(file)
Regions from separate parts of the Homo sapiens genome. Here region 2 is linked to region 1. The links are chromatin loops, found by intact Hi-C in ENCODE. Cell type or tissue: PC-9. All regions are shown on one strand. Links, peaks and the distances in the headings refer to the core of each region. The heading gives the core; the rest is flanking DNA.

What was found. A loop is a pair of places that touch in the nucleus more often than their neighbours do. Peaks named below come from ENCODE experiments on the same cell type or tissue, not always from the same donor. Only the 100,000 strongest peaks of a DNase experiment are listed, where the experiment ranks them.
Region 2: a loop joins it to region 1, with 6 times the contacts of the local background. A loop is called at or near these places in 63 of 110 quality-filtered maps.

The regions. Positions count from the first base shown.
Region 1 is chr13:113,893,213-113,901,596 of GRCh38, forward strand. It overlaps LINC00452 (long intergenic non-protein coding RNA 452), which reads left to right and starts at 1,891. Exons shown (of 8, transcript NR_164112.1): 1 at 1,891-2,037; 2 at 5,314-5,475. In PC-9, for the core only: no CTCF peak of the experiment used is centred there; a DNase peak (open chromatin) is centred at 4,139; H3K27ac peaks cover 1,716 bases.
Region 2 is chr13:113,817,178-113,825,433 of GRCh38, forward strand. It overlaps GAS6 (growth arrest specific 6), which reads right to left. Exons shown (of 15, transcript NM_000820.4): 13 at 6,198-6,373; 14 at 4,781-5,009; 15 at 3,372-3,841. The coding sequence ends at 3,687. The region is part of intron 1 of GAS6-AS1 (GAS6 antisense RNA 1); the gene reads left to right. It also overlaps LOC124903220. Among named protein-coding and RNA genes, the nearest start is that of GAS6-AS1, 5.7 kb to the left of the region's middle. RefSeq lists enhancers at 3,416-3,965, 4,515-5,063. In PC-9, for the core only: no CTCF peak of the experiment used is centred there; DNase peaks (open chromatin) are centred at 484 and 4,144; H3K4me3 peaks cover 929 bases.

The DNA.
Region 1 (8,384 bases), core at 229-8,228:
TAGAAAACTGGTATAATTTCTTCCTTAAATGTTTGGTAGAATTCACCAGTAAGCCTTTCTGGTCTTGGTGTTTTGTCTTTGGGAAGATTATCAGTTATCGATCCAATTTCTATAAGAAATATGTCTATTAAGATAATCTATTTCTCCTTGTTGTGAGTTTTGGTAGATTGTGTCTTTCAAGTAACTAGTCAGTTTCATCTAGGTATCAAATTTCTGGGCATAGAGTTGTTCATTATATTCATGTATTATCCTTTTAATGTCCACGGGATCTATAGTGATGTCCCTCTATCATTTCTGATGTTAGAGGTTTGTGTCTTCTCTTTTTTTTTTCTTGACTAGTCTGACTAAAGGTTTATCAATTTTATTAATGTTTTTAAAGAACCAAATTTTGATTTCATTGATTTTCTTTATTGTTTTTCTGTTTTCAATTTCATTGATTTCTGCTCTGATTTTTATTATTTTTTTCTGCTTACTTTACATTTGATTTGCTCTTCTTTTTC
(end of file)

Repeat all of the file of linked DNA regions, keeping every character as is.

Regions from separate parts of the Homo sapiens genome. Here region 2 is linked to region 1. The links are chromatin loops, found by intact Hi-C in ENCODE. Cell type or tissue: PC-9. All regions are shown on one strand. Links, peaks and the distances in the headings refer to the core of each region. The heading gives the core; the rest is flanking DNA.

What was found. A loop is a pair of places that touch in the nucleus more often than their neighbours do. Peaks named below come from ENCODE experiments on the same cell type or tissue, not always from the same donor. Only the 100,000 strongest peaks of a DNase experiment are listed, where the experiment ranks them.
Region 2: a loop joins it to region 1, with 6 times the contacts of the local background. A loop is called at or near these places in 63 of 110 quality-filtered maps.

The regions. Positions count from the first base shown.
Region 1 is chr13:113,893,213-113,901,596 of GRCh38, forward strand. It overlaps LINC00452 (long intergenic non-protein coding RNA 452), which reads left to right and starts at 1,891. Exons shown (of 8, transcript NR_164112.1): 1 at 1,891-2,037; 2 at 5,314-5,475. In PC-9, for the core only: no CTCF peak of the experiment used is centred there; a DNase peak (open chromatin) is centred at 4,139; H3K27ac peaks cover 1,716 bases.
Region 2 is chr13:113,817,178-113,825,433 of GRCh38, forward strand. It overlaps GAS6 (growth arrest specific 6), which reads right to left. Exons shown (of 15, transcript NM_000820.4): 13 at 6,198-6,373; 14 at 4,781-5,009; 15 at 3,372-3,841. The coding sequence ends at 3,687. The region is part of intron 1 of GAS6-AS1 (GAS6 antisense RNA 1); the gene reads left to right. It also overlaps LOC124903220. Among named protein-coding and RNA genes, the nearest start is that of GAS6-AS1, 5.7 kb to the left of the region's middle. RefSeq lists enhancers at 3,416-3,965, 4,515-5,063. In PC-9, for the core only: no CTCF peak of the experiment used is centred there; DNase peaks (open chromatin) are centred at 484 and 4,144; H3K4me3 peaks cover 929 bases.

The DNA.
Region 1 (8,384 bases), core at 229-8,228:
TAGAAAACTGGTATAATTTCTTCCTTAAATGTTTGGTAGAATTCACCAGTAAGCCTTTCTGGTCTTGGTGTTTTGTCTTTGGGAAGATTATCAGTTATCGATCCAATTTCTATAAGAAATATGTCTATTAAGATAATCTATTTCTCCTTGTTGTGAGTTTTGGTAGATTGTGTCTTTCAAGTAACTAGTCAGTTTCATCTAGGTATCAAATTTCTGGGCATAGAGTTGTTCATTATATTCATGTATTATCCTTTTAATGTCCACGGGATCTATAGTGATGTCCCTCTATCATTTCTGATGTTAGAGGTTTGTGTCTTCTCTTTTTTTTTTCTTGACTAGTCTGACTAAAGGTTTATCAATTTTATTAATGTTTTTAAAGAACCAAATTTTGATTTCATTGATTTTCTTTATTGTTTTTCTGTTTTCAATTTCATTGATTTCTGCTCTGATTTTTATTATTTTTTTCTGCTTACTTTACATTTGATTTGCTCTTCTTTTTC